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“My love,” said I, “it quite confuses me. I want to understand it, and I can’t understand it at all.”
“What?” asked Ada, with her pretty smile.
“All this, my dear,” said I. “It must be very good of Mrs. Jellyby to take such pains about a scheme for the benefit of the Natives—and yet—Peepy and the housekeeping!”
Soon after Esther Summerson, protagonist of Charles Dickens’s Bleak House, first meets her future surrogate siblings, Ada Clare and Richard Carstone, the trio passes through the London home of Mrs. Jellyby, a philanthropist for the betterment of African tribe Borrioboola-Gha. Despite Esther’s self-effacing narration, we quickly discern her agitation at the sight of a frenetic, disheveled, and filthy household.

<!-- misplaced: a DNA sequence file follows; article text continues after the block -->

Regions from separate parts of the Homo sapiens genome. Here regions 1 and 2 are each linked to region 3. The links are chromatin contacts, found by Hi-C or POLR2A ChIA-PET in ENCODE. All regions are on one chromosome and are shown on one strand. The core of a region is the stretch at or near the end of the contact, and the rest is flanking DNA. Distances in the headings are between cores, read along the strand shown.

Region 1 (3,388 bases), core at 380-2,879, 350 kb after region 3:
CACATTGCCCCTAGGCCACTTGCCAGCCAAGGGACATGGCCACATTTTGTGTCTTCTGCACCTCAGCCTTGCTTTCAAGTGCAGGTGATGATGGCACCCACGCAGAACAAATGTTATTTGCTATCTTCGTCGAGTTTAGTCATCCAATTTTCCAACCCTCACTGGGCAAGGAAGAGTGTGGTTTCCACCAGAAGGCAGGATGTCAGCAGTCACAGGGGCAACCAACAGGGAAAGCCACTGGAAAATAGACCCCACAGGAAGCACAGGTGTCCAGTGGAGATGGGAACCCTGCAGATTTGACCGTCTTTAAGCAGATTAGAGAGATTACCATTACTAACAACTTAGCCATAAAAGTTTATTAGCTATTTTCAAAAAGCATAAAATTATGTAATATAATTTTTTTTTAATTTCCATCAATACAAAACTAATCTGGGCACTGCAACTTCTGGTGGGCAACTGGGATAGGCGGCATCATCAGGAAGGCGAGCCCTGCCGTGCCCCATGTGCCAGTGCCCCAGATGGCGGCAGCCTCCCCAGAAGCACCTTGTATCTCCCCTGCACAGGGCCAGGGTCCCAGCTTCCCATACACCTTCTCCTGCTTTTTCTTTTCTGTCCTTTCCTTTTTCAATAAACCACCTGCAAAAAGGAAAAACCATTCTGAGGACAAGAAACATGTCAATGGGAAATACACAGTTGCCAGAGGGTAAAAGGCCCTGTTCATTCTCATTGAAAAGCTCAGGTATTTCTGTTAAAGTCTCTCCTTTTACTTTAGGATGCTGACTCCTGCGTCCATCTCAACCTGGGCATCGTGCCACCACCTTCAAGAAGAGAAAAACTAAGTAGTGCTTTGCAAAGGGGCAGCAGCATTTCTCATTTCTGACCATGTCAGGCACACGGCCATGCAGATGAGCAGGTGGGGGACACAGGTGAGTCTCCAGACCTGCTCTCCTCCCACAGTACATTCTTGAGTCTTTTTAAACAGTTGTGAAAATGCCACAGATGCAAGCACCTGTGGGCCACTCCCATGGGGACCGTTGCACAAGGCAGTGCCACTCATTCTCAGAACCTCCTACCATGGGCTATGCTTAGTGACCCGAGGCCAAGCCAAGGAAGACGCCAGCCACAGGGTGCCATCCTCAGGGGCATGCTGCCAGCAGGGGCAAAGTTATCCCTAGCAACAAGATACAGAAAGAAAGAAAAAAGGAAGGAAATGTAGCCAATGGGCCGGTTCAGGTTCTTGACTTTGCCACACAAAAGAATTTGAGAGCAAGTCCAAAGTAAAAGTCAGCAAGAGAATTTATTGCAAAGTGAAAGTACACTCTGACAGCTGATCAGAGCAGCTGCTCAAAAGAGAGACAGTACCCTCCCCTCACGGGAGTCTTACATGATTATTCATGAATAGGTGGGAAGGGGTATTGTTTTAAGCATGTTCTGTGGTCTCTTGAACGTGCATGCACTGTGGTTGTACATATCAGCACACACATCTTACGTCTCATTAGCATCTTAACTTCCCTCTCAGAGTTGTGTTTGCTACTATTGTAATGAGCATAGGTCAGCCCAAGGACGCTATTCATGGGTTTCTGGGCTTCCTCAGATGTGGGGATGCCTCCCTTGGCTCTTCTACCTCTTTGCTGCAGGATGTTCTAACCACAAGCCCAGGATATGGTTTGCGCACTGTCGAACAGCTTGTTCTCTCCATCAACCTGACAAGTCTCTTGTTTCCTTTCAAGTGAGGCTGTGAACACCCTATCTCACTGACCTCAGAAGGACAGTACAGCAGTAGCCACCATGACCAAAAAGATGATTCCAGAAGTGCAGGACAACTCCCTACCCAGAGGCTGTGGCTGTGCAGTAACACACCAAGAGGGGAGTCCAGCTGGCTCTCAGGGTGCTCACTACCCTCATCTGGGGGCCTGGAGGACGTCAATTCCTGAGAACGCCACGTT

Mrs. Jellyby—so detached from her milieu that we never learn her first name—practices what the novel refers to as “telescopic philanthropy.” Rather than devote her attention to local social reforms, she instead casts her philanthropic gaze to Africa and is thus engrossed by letter writing campaigns for the education and general advancement of its indigenous population. Because her efforts demand a neglect of more quotidian tasks, her household and family have plummeted into chaos. Stray bonnets, inky paper, and moldy food litter the house; a defeated Mr. Jellyby, “merged . . . in the more shining qualities of his wife,” nearly dissolves into the strewn waste.